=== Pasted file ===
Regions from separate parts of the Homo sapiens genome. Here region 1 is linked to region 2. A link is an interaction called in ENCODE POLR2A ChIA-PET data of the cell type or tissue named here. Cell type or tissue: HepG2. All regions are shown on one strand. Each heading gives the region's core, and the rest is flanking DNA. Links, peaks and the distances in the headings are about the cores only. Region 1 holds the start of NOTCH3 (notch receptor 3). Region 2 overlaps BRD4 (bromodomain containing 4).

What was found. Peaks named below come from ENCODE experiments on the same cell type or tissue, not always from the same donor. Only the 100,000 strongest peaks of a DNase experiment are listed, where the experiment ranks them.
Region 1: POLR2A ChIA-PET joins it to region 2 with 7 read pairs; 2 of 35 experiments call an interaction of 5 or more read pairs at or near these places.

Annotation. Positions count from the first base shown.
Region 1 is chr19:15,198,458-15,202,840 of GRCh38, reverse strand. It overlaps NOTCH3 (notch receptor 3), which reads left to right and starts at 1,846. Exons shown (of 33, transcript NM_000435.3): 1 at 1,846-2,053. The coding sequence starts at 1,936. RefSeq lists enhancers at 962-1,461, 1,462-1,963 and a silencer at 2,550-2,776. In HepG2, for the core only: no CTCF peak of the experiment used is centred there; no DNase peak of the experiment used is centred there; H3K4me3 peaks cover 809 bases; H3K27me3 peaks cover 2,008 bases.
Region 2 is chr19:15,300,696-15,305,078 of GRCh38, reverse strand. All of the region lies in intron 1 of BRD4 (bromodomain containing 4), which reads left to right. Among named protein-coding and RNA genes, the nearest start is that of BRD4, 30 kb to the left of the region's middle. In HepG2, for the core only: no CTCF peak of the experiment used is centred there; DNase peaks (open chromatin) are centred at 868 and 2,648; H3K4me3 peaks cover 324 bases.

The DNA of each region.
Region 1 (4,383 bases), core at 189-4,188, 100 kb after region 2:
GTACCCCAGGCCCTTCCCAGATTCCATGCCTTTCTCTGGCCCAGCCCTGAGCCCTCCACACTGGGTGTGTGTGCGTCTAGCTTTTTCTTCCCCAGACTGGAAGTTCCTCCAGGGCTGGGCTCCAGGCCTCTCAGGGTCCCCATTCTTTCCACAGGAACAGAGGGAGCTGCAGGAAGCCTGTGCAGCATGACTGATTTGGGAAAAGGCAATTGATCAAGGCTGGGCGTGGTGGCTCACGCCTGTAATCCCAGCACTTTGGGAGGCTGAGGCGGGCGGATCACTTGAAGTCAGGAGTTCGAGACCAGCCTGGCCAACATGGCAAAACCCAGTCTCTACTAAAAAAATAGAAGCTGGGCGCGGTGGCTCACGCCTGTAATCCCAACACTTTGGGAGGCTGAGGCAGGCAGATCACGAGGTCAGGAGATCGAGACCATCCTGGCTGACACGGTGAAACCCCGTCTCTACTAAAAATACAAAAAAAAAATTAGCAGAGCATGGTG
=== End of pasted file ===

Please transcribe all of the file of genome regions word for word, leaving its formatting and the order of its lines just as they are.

Regions from separate parts of the Homo sapiens genome. Here region 1 is linked to region 2. A link is an interaction called in ENCODE POLR2A ChIA-PET data of the cell type or tissue named here. Cell type or tissue: HepG2. All regions are shown on one strand. Each heading gives the region's core, and the rest is flanking DNA. Links, peaks and the distances in the headings are about the cores only. Region 1 holds the start of NOTCH3 (notch receptor 3). Region 2 overlaps BRD4 (bromodomain containing 4).

What was found. Peaks named below come from ENCODE experiments on the same cell type or tissue, not always from the same donor. Only the 100,000 strongest peaks of a DNase experiment are listed, where the experiment ranks them.
Region 1: POLR2A ChIA-PET joins it to region 2 with 7 read pairs; 2 of 35 experiments call an interaction of 5 or more read pairs at or near these places.

Annotation. Positions count from the first base shown.
Region 1 is chr19:15,198,458-15,202,840 of GRCh38, reverse strand. It overlaps NOTCH3 (notch receptor 3), which reads left to right and starts at 1,846. Exons shown (of 33, transcript NM_000435.3): 1 at 1,846-2,053. The coding sequence starts at 1,936. RefSeq lists enhancers at 962-1,461, 1,462-1,963 and a silencer at 2,550-2,776. In HepG2, for the core only: no CTCF peak of the experiment used is centred there; no DNase peak of the experiment used is centred there; H3K4me3 peaks cover 809 bases; H3K27me3 peaks cover 2,008 bases.
Region 2 is chr19:15,300,696-15,305,078 of GRCh38, reverse strand. All of the region lies in intron 1 of BRD4 (bromodomain containing 4), which reads left to right. Among named protein-coding and RNA genes, the nearest start is that of BRD4, 30 kb to the left of the region's middle. In HepG2, for the core only: no CTCF peak of the experiment used is centred there; DNase peaks (open chromatin) are centred at 868 and 2,648; H3K4me3 peaks cover 324 bases.

The DNA of each region.
Region 1 (4,383 bases), core at 189-4,188, 100 kb after region 2:
GTACCCCAGGCCCTTCCCAGATTCCATGCCTTTCTCTGGCCCAGCCCTGAGCCCTCCACACTGGGTGTGTGTGCGTCTAGCTTTTTCTTCCCCAGACTGGAAGTTCCTCCAGGGCTGGGCTCCAGGCCTCTCAGGGTCCCCATTCTTTCCACAGGAACAGAGGGAGCTGCAGGAAGCCTGTGCAGCATGACTGATTTGGGAAAAGGCAATTGATCAAGGCTGGGCGTGGTGGCTCACGCCTGTAATCCCAGCACTTTGGGAGGCTGAGGCGGGCGGATCACTTGAAGTCAGGAGTTCGAGACCAGCCTGGCCAACATGGCAAAACCCAGTCTCTACTAAAAAAATAGAAGCTGGGCGCGGTGGCTCACGCCTGTAATCCCAACACTTTGGGAGGCTGAGGCAGGCAGATCACGAGGTCAGGAGATCGAGACCATCCTGGCTGACACGGTGAAACCCCGTCTCTACTAAAAATACAAAAAAAAAATTAGCAGAGCATGGTG